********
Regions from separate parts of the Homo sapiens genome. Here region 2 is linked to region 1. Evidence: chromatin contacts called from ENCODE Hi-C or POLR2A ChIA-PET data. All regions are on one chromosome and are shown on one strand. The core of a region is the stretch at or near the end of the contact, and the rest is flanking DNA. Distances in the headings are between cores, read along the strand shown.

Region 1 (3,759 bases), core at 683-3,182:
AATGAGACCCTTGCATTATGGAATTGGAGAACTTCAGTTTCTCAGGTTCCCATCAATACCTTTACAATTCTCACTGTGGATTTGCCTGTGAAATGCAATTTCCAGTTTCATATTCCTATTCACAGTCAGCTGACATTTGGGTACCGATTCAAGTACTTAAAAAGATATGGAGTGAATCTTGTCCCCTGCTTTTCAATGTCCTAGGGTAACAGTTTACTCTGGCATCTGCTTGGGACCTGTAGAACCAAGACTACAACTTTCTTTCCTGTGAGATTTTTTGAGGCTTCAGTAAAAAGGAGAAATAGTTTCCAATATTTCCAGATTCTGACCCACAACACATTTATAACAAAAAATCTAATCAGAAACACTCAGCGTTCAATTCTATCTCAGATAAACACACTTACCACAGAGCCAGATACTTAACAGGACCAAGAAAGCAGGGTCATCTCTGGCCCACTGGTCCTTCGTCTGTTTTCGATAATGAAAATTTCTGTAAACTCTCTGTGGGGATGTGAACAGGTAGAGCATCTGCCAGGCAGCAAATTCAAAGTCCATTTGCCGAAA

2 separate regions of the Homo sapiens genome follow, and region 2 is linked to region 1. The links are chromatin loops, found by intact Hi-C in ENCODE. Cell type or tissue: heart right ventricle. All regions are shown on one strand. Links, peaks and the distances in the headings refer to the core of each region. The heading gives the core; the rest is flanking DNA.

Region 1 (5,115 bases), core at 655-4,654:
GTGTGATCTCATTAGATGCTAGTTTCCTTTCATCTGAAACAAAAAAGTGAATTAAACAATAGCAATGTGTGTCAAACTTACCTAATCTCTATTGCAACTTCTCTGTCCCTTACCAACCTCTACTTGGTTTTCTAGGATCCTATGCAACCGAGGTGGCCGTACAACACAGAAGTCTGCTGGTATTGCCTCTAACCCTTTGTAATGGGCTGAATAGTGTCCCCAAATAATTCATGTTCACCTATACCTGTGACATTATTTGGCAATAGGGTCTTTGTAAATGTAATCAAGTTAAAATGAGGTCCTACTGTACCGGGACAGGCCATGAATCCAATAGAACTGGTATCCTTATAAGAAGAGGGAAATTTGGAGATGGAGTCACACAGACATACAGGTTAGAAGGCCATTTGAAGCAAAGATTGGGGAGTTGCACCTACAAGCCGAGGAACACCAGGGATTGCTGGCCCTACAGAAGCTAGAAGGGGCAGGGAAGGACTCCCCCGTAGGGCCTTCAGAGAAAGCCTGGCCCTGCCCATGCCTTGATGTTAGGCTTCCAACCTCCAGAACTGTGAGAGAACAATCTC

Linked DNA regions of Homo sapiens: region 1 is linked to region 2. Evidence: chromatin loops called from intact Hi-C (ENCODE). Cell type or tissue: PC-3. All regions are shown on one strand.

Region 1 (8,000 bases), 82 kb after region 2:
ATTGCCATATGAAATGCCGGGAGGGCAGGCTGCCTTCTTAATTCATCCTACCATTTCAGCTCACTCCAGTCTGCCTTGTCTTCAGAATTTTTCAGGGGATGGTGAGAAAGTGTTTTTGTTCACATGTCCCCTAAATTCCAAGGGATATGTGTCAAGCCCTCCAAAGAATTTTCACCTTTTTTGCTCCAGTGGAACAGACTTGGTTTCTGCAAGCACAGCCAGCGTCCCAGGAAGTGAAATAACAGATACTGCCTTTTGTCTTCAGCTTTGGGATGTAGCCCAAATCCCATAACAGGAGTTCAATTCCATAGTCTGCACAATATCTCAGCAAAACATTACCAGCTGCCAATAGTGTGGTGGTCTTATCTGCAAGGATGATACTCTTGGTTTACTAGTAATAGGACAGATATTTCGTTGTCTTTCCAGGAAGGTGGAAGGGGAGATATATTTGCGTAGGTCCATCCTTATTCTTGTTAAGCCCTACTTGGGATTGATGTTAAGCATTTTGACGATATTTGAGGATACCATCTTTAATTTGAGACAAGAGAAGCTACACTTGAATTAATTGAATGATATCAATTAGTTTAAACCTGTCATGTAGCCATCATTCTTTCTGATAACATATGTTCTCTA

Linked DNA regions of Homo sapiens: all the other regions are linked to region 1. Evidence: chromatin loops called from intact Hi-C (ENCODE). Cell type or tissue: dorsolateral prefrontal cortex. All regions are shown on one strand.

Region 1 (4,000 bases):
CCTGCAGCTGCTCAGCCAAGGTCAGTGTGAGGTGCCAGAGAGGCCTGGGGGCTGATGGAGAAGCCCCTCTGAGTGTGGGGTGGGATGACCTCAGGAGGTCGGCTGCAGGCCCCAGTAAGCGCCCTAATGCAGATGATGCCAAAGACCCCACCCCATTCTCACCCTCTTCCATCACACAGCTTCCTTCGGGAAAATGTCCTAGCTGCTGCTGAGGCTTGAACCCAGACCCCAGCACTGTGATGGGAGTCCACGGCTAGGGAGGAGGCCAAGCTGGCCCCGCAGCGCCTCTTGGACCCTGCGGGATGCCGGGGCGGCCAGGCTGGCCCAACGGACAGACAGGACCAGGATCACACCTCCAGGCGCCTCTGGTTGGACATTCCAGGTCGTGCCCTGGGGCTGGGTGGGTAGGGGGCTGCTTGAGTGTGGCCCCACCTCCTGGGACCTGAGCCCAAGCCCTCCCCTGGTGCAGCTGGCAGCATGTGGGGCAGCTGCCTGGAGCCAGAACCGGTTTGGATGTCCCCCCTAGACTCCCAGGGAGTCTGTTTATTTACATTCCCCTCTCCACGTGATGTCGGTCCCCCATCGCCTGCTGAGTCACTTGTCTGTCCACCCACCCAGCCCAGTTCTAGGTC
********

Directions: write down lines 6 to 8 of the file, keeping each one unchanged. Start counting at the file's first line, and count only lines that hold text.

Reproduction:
GTGTGATCTCATTAGATGCTAGTTTCCTTTCATCTGAAACAAAAAAGTGAATTAAACAATAGCAATGTGTGTCAAACTTACCTAATCTCTATTGCAACTTCTCTGTCCCTTACCAACCTCTACTTGGTTTTCTAGGATCCTATGCAACCGAGGTGGCCGTACAACACAGAAGTCTGCTGGTATTGCCTCTAACCCTTTGTAATGGGCTGAATAGTGTCCCCAAATAATTCATGTTCACCTATACCTGTGACATTATTTGGCAATAGGGTCTTTGTAAATGTAATCAAGTTAAAATGAGGTCCTACTGTACCGGGACAGGCCATGAATCCAATAGAACTGGTATCCTTATAAGAAGAGGGAAATTTGGAGATGGAGTCACACAGACATACAGGTTAGAAGGCCATTTGAAGCAAAGATTGGGGAGTTGCACCTACAAGCCGAGGAACACCAGGGATTGCTGGCCCTACAGAAGCTAGAAGGGGCAGGGAAGGACTCCCCCGTAGGGCCTTCAGAGAAAGCCTGGCCCTGCCCATGCCTTGATGTTAGGCTTCCAACCTCCAGAACTGTGAGAGAACAATCTC

Linked DNA regions of Homo sapiens: region 1 is linked to region 2. Evidence: chromatin loops called from intact Hi-C (ENCODE). Cell type or tissue: PC-3. All regions are shown on one strand.

Region 1 (8,000 bases), 82 kb after region 2: